Louisiana sued for its pro-life laws
BATON ROUGE, La. (BP) -- The Center for Reproductive Rights filed a lawsuit in Baton Rouge last week targeting Louisiana's abortion facility licensing law and other health and safety regulations.
Last June's ruling determined a Texas law requiring abortionists to have hospital admitting privileges and mandating abortion facilities meet ambulatory surgical center standards created an unconstitutional undue burden on abortion access.
"Louisiana has done exactly what the United States Constitution and Whole Woman's Health forbid," the suit stated.
Louisiana Right to Life Federation's executive director Benjamin Clapper said the regulations are "common sense," and the lawsuit, if successful, would impose an "abortion-on-demand policy in our pro-life state."
"If the abortion facility succeeds in this suit, the consequences would be disastrous," Clapper said. "Abortion facilities would have no guidelines in Louisiana, giving them license to maximize both their profit margin and do whatever necessary to increase the number of abortions they sell."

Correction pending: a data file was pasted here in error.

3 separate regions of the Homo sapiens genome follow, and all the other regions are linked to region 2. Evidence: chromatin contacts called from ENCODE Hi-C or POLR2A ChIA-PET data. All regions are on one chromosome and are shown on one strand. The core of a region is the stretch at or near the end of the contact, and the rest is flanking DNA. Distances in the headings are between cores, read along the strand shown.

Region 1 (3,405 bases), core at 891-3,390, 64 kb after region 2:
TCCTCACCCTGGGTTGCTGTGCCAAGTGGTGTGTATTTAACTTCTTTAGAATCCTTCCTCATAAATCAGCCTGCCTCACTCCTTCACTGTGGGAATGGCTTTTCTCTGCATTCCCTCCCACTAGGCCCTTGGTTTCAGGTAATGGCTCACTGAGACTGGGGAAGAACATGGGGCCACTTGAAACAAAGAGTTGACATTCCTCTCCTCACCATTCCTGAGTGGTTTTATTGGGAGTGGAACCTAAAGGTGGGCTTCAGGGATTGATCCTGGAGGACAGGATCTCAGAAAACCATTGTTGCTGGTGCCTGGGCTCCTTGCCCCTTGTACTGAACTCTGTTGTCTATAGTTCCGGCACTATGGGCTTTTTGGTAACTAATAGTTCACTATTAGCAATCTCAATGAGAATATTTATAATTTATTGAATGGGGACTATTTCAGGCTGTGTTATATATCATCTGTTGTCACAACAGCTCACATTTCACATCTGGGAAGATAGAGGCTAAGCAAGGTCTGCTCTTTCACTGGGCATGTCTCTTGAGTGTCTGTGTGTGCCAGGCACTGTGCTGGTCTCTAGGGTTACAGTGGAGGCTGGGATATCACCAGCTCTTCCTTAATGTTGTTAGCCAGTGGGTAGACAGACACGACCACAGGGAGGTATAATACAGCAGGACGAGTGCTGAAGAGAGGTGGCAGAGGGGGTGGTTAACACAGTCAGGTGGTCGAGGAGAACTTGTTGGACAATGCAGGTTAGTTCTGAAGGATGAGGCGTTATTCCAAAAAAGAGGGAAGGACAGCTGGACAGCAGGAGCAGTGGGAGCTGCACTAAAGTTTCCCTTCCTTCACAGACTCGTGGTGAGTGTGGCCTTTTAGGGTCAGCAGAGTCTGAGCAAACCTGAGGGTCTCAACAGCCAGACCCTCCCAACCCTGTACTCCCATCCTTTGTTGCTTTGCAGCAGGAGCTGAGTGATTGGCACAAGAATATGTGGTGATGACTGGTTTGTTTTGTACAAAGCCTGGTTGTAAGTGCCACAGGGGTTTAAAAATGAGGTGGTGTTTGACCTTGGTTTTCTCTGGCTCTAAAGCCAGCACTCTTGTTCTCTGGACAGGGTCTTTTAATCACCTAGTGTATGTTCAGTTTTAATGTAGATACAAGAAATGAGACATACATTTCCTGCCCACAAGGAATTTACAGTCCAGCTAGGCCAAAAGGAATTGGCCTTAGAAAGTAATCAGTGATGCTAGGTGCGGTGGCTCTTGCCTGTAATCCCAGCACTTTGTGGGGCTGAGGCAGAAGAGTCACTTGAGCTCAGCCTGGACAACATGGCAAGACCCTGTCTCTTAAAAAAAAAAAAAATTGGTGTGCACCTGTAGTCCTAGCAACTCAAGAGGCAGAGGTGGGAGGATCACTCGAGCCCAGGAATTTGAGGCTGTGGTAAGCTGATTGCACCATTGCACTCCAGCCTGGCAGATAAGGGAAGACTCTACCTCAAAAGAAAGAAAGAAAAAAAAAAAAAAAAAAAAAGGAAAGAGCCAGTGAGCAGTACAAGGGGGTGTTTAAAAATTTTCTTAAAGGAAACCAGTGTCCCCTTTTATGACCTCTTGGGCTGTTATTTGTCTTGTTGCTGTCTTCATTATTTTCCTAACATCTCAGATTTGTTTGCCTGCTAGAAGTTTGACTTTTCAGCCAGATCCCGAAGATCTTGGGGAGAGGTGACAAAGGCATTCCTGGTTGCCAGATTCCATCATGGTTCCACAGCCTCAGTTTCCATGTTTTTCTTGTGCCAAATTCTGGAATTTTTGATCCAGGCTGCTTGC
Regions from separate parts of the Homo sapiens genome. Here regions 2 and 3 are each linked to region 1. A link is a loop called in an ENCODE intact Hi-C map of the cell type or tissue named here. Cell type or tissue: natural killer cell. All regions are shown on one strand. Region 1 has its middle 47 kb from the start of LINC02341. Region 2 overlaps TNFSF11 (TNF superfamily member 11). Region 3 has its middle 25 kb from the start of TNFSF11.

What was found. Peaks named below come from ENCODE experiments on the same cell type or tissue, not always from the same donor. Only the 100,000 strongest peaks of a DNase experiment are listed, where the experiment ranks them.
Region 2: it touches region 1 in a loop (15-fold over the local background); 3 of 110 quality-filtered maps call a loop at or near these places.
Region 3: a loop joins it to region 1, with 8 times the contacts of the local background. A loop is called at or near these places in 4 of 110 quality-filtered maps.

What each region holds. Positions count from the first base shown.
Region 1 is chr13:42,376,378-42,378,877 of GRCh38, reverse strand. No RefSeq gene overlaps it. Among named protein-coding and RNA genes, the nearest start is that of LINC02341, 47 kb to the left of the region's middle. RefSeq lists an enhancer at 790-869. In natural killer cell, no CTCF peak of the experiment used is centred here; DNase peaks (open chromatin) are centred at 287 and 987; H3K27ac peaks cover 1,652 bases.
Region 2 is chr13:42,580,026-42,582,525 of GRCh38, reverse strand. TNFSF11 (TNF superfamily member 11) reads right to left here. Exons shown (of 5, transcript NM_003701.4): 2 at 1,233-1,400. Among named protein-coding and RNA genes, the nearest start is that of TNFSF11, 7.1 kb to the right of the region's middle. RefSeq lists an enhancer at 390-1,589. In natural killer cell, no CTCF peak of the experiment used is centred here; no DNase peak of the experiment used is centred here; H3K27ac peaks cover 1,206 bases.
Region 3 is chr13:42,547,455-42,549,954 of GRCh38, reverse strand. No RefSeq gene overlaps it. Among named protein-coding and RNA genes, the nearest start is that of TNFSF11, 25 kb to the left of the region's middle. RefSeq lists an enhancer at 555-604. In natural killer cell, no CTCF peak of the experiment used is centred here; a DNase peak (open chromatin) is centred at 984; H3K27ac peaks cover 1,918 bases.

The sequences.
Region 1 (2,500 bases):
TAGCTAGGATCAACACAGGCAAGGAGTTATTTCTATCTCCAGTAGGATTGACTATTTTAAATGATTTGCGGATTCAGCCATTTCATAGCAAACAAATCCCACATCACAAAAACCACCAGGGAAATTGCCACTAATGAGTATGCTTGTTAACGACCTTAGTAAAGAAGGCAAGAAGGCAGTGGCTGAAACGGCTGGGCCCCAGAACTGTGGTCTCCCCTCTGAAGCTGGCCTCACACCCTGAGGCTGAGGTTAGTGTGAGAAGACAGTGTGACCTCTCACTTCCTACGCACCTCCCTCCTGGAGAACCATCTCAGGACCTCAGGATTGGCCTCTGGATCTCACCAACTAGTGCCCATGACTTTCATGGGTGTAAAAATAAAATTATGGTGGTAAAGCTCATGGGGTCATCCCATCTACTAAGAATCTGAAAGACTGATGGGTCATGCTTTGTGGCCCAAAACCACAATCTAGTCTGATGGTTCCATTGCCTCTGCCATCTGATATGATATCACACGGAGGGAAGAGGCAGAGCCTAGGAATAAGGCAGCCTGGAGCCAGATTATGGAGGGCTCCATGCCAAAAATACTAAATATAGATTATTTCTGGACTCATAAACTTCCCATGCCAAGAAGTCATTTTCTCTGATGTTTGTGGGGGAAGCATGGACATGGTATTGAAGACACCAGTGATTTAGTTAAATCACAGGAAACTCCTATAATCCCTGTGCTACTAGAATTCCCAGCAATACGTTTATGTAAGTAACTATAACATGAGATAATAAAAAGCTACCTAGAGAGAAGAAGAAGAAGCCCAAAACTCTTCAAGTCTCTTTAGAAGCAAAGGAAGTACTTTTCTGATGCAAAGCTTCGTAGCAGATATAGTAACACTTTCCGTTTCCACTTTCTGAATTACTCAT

The lawsuit seeks to overturn Louisiana's 2001 requirement that abortion centers obtain a state license before performing abortions. The law gives the state health department authority to revoke an abortion license if it finds health and safety violations.
Hope Medical Group's administrator Kathaleen Pittman said that since then, eight of the state's 11 abortion facilities have closed.
The Center for Reproductive Rights' Nancy Northrup said the organization is also targeting laws that allow government reviews of medical records of women who have abortions or require abortionists to inform women that abortion is linked to breast cancer.
In 2010, the state suspended Hope Medical Group's license for numerous health and safety violations. Several abortion facilities filed suit against the law, but a federal court upheld it in 2011.
Hope Medical Group also sued last July to challenge a state law forbidding fetal tissue donation and instituting a waiting period for women seeking abortion. That lawsuit is pending.
Last week's action comes on the heels of similar lawsuit in Arkansas. That suit challenges a ban on dismemberment abortion and a family notification law, among others.
Clapper said that, given the unproductivity of previous challenges to Louisiana's laws, his organization is calling for a quick dismissal of the suit as a waste of time and resources.
District attorney James Stewart, named as a defendant in last week's suit, has not yet issued a statement on the case, but his office said it "is confident the laws are constitutional."